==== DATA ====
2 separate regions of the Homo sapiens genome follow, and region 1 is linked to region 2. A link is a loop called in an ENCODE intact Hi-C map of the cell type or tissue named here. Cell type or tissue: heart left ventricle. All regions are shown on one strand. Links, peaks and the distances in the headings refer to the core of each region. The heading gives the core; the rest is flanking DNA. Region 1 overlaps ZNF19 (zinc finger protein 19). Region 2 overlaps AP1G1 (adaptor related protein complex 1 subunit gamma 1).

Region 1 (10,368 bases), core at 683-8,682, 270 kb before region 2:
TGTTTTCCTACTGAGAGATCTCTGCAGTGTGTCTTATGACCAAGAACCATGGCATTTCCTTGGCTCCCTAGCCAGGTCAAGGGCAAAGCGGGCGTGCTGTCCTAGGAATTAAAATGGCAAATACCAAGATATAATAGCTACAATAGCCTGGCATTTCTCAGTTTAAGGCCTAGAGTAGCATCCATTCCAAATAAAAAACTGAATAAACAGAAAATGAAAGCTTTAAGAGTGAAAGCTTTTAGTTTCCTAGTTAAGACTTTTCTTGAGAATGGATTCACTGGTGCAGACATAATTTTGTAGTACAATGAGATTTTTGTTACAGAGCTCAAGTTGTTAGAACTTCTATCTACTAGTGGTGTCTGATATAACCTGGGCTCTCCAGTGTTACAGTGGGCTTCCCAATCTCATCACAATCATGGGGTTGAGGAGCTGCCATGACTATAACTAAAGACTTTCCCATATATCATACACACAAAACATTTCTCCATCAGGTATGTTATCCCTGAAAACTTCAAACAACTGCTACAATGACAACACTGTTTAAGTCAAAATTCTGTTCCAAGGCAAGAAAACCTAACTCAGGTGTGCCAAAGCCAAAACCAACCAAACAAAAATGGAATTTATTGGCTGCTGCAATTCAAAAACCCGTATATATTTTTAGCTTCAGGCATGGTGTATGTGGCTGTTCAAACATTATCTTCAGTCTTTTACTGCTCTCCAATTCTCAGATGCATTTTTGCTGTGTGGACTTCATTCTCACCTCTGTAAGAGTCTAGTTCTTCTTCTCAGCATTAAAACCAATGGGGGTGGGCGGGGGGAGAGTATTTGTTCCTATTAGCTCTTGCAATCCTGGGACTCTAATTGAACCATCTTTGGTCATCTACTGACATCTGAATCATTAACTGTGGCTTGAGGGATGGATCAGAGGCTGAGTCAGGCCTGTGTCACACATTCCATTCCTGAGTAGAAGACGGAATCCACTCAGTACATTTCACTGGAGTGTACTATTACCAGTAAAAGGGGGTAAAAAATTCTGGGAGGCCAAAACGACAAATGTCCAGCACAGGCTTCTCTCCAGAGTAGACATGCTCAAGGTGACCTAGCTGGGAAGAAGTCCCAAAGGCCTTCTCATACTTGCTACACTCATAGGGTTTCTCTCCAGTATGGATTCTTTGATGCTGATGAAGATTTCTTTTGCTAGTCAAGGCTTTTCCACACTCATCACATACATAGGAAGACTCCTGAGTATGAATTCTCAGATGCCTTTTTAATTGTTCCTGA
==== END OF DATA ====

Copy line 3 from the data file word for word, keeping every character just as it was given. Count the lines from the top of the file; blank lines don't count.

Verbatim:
TGTTTTCCTACTGAGAGATCTCTGCAGTGTGTCTTATGACCAAGAACCATGGCATTTCCTTGGCTCCCTAGCCAGGTCAAGGGCAAAGCGGGCGTGCTGTCCTAGGAATTAAAATGGCAAATACCAAGATATAATAGCTACAATAGCCTGGCATTTCTCAGTTTAAGGCCTAGAGTAGCATCCATTCCAAATAAAAAACTGAATAAACAGAAAATGAAAGCTTTAAGAGTGAAAGCTTTTAGTTTCCTAGTTAAGACTTTTCTTGAGAATGGATTCACTGGTGCAGACATAATTTTGTAGTACAATGAGATTTTTGTTACAGAGCTCAAGTTGTTAGAACTTCTATCTACTAGTGGTGTCTGATATAACCTGGGCTCTCCAGTGTTACAGTGGGCTTCCCAATCTCATCACAATCATGGGGTTGAGGAGCTGCCATGACTATAACTAAAGACTTTCCCATATATCATACACACAAAACATTTCTCCATCAGGTATGTTATCCCTGAAAACTTCAAACAACTGCTACAATGACAACACTGTTTAAGTCAAAATTCTGTTCCAAGGCAAGAAAACCTAACTCAGGTGTGCCAAAGCCAAAACCAACCAAACAAAAATGGAATTTATTGGCTGCTGCAATTCAAAAACCCGTATATATTTTTAGCTTCAGGCATGGTGTATGTGGCTGTTCAAACATTATCTTCAGTCTTTTACTGCTCTCCAATTCTCAGATGCATTTTTGCTGTGTGGACTTCATTCTCACCTCTGTAAGAGTCTAGTTCTTCTTCTCAGCATTAAAACCAATGGGGGTGGGCGGGGGGAGAGTATTTGTTCCTATTAGCTCTTGCAATCCTGGGACTCTAATTGAACCATCTTTGGTCATCTACTGACATCTGAATCATTAACTGTGGCTTGAGGGATGGATCAGAGGCTGAGTCAGGCCTGTGTCACACATTCCATTCCTGAGTAGAAGACGGAATCCACTCAGTACATTTCACTGGAGTGTACTATTACCAGTAAAAGGGGGTAAAAAATTCTGGGAGGCCAAAACGACAAATGTCCAGCACAGGCTTCTCTCCAGAGTAGACATGCTCAAGGTGACCTAGCTGGGAAGAAGTCCCAAAGGCCTTCTCATACTTGCTACACTCATAGGGTTTCTCTCCAGTATGGATTCTTTGATGCTGATGAAGATTTCTTTTGCTAGTCAAGGCTTTTCCACACTCATCACATACATAGGAAGACTCCTGAGTATGAATTCTCAGATGCCTTTTTAATTGTTCCTGA